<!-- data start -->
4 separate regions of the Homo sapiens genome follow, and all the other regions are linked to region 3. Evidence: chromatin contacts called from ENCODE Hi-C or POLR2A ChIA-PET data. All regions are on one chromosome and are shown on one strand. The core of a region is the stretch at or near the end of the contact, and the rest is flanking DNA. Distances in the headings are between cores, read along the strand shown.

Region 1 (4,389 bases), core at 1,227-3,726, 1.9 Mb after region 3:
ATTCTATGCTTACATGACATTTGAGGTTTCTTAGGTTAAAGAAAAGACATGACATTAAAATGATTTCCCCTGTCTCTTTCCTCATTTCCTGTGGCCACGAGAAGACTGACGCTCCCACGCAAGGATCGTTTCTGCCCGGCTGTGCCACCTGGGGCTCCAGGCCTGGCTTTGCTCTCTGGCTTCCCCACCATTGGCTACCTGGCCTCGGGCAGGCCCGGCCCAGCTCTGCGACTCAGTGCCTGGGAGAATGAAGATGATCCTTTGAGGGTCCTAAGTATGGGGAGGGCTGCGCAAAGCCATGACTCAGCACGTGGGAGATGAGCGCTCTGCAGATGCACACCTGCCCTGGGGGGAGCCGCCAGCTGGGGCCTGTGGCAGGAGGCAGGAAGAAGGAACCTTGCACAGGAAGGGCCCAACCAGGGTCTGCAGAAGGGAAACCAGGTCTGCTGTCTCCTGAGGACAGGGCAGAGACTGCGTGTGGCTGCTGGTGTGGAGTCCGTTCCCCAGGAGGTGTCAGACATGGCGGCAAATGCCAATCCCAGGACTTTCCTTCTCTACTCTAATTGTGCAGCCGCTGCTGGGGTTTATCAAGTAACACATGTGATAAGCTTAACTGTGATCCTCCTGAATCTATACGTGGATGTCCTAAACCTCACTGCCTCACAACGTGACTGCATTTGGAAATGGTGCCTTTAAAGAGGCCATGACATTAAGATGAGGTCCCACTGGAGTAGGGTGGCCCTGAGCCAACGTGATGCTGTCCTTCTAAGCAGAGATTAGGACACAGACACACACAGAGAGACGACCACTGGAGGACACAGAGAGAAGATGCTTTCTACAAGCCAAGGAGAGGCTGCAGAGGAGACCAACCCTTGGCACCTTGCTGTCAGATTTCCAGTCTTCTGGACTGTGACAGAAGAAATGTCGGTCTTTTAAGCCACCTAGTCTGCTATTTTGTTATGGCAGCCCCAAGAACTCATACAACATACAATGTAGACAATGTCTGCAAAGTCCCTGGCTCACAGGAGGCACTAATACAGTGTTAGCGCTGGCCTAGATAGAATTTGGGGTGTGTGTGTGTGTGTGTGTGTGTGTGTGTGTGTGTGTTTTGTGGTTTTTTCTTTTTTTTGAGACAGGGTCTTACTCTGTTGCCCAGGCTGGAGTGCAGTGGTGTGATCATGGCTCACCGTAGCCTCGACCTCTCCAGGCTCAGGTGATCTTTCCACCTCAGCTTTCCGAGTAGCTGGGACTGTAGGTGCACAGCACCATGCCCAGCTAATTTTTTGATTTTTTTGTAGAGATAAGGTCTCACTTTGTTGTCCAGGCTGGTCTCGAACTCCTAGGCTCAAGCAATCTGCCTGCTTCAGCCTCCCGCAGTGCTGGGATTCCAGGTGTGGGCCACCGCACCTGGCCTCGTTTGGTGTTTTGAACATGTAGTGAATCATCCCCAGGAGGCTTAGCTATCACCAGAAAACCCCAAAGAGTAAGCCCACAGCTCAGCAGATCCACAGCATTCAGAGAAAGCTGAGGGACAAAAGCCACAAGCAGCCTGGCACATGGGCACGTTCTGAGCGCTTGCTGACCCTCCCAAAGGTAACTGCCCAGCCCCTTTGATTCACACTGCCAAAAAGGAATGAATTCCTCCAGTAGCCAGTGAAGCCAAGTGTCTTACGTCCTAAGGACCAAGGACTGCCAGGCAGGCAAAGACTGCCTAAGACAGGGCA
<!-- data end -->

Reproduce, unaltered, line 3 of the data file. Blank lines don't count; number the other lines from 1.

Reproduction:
ATTCTATGCTTACATGACATTTGAGGTTTCTTAGGTTAAAGAAAAGACATGACATTAAAATGATTTCCCCTGTCTCTTTCCTCATTTCCTGTGGCCACGAGAAGACTGACGCTCCCACGCAAGGATCGTTTCTGCCCGGCTGTGCCACCTGGGGCTCCAGGCCTGGCTTTGCTCTCTGGCTTCCCCACCATTGGCTACCTGGCCTCGGGCAGGCCCGGCCCAGCTCTGCGACTCAGTGCCTGGGAGAATGAAGATGATCCTTTGAGGGTCCTAAGTATGGGGAGGGCTGCGCAAAGCCATGACTCAGCACGTGGGAGATGAGCGCTCTGCAGATGCACACCTGCCCTGGGGGGAGCCGCCAGCTGGGGCCTGTGGCAGGAGGCAGGAAGAAGGAACCTTGCACAGGAAGGGCCCAACCAGGGTCTGCAGAAGGGAAACCAGGTCTGCTGTCTCCTGAGGACAGGGCAGAGACTGCGTGTGGCTGCTGGTGTGGAGTCCGTTCCCCAGGAGGTGTCAGACATGGCGGCAAATGCCAATCCCAGGACTTTCCTTCTCTACTCTAATTGTGCAGCCGCTGCTGGGGTTTATCAAGTAACACATGTGATAAGCTTAACTGTGATCCTCCTGAATCTATACGTGGATGTCCTAAACCTCACTGCCTCACAACGTGACTGCATTTGGAAATGGTGCCTTTAAAGAGGCCATGACATTAAGATGAGGTCCCACTGGAGTAGGGTGGCCCTGAGCCAACGTGATGCTGTCCTTCTAAGCAGAGATTAGGACACAGACACACACAGAGAGACGACCACTGGAGGACACAGAGAGAAGATGCTTTCTACAAGCCAAGGAGAGGCTGCAGAGGAGACCAACCCTTGGCACCTTGCTGTCAGATTTCCAGTCTTCTGGACTGTGACAGAAGAAATGTCGGTCTTTTAAGCCACCTAGTCTGCTATTTTGTTATGGCAGCCCCAAGAACTCATACAACATACAATGTAGACAATGTCTGCAAAGTCCCTGGCTCACAGGAGGCACTAATACAGTGTTAGCGCTGGCCTAGATAGAATTTGGGGTGTGTGTGTGTGTGTGTGTGTGTGTGTGTGTGTGTGTTTTGTGGTTTTTTCTTTTTTTTGAGACAGGGTCTTACTCTGTTGCCCAGGCTGGAGTGCAGTGGTGTGATCATGGCTCACCGTAGCCTCGACCTCTCCAGGCTCAGGTGATCTTTCCACCTCAGCTTTCCGAGTAGCTGGGACTGTAGGTGCACAGCACCATGCCCAGCTAATTTTTTGATTTTTTTGTAGAGATAAGGTCTCACTTTGTTGTCCAGGCTGGTCTCGAACTCCTAGGCTCAAGCAATCTGCCTGCTTCAGCCTCCCGCAGTGCTGGGATTCCAGGTGTGGGCCACCGCACCTGGCCTCGTTTGGTGTTTTGAACATGTAGTGAATCATCCCCAGGAGGCTTAGCTATCACCAGAAAACCCCAAAGAGTAAGCCCACAGCTCAGCAGATCCACAGCATTCAGAGAAAGCTGAGGGACAAAAGCCACAAGCAGCCTGGCACATGGGCACGTTCTGAGCGCTTGCTGACCCTCCCAAAGGTAACTGCCCAGCCCCTTTGATTCACACTGCCAAAAAGGAATGAATTCCTCCAGTAGCCAGTGAAGCCAAGTGTCTTACGTCCTAAGGACCAAGGACTGCCAGGCAGGCAAAGACTGCCTAAGACAGGGCA